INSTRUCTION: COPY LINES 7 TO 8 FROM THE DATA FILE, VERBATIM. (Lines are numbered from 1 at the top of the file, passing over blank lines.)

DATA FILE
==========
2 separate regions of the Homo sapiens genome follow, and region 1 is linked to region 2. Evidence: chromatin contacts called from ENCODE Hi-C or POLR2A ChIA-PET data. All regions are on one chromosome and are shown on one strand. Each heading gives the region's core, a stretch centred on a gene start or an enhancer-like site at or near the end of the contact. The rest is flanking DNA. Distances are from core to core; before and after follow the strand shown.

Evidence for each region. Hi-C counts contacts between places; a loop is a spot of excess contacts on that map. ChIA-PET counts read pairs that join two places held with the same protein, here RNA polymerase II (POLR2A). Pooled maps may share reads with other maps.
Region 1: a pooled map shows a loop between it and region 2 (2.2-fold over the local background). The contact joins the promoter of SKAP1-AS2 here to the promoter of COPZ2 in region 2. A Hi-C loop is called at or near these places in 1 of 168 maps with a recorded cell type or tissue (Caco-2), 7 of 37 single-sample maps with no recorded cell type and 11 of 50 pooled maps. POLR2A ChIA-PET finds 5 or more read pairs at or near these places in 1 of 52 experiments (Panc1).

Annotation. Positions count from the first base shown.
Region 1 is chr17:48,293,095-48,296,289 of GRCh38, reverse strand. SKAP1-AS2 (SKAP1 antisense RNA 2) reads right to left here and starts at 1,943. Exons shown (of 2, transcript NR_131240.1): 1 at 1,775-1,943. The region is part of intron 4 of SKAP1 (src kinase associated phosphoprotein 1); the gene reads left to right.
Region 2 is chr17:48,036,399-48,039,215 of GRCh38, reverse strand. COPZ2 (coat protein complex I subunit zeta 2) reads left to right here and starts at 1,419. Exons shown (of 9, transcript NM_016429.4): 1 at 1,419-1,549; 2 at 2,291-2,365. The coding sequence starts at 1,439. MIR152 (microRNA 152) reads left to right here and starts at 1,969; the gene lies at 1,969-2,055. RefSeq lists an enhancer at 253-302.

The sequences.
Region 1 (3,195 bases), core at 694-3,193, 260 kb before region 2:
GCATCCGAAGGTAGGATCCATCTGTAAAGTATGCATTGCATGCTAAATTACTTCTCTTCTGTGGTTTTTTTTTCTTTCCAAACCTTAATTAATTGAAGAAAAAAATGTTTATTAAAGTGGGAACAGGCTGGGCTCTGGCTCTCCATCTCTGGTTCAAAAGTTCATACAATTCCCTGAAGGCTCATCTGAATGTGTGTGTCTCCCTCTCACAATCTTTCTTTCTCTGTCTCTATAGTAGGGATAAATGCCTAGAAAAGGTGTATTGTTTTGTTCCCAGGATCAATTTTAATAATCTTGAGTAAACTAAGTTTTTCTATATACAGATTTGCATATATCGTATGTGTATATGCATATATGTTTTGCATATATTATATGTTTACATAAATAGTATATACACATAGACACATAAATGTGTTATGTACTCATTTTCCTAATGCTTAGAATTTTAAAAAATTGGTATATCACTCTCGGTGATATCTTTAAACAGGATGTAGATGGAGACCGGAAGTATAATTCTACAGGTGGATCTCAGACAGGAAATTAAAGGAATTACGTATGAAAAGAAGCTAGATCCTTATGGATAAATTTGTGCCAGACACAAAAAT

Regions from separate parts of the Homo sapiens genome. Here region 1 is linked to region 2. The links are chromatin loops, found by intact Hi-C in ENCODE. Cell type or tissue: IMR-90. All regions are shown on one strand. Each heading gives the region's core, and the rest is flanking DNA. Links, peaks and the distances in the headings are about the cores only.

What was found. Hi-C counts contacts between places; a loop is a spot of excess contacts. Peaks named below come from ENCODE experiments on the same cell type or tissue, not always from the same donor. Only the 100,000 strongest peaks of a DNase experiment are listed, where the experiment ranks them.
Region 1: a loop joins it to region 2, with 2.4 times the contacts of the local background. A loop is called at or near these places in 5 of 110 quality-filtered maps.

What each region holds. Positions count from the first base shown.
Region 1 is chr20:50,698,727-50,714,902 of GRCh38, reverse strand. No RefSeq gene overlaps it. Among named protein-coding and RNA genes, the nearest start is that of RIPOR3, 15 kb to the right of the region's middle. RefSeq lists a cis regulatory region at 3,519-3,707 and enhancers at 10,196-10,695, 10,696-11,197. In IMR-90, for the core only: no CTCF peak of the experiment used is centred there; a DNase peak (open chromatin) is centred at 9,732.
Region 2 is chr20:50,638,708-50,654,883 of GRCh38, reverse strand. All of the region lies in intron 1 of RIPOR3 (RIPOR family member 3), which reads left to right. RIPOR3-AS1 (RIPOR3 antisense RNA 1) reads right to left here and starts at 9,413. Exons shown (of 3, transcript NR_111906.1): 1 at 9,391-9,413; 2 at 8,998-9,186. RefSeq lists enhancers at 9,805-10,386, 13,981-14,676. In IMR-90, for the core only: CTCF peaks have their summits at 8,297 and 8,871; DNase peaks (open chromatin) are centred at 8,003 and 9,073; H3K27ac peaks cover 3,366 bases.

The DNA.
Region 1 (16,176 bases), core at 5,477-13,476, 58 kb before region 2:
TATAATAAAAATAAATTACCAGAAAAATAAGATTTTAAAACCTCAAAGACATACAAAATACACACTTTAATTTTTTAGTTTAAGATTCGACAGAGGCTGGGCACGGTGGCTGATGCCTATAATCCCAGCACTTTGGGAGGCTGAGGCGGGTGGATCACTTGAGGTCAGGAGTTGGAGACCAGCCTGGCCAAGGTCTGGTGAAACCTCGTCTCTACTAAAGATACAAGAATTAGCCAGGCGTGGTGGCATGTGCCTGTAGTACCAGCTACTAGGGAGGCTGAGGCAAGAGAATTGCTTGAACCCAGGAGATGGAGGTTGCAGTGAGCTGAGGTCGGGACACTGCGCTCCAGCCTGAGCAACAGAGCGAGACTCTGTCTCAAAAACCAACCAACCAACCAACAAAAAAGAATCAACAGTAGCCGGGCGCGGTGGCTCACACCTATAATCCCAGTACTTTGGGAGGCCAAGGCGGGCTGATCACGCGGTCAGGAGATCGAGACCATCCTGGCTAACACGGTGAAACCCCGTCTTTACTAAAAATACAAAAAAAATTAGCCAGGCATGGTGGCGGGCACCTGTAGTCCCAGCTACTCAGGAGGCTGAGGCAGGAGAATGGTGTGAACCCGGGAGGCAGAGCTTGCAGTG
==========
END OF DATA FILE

The sequences.
Region 1 (3,195 bases), core at 694-3,193, 260 kb before region 2: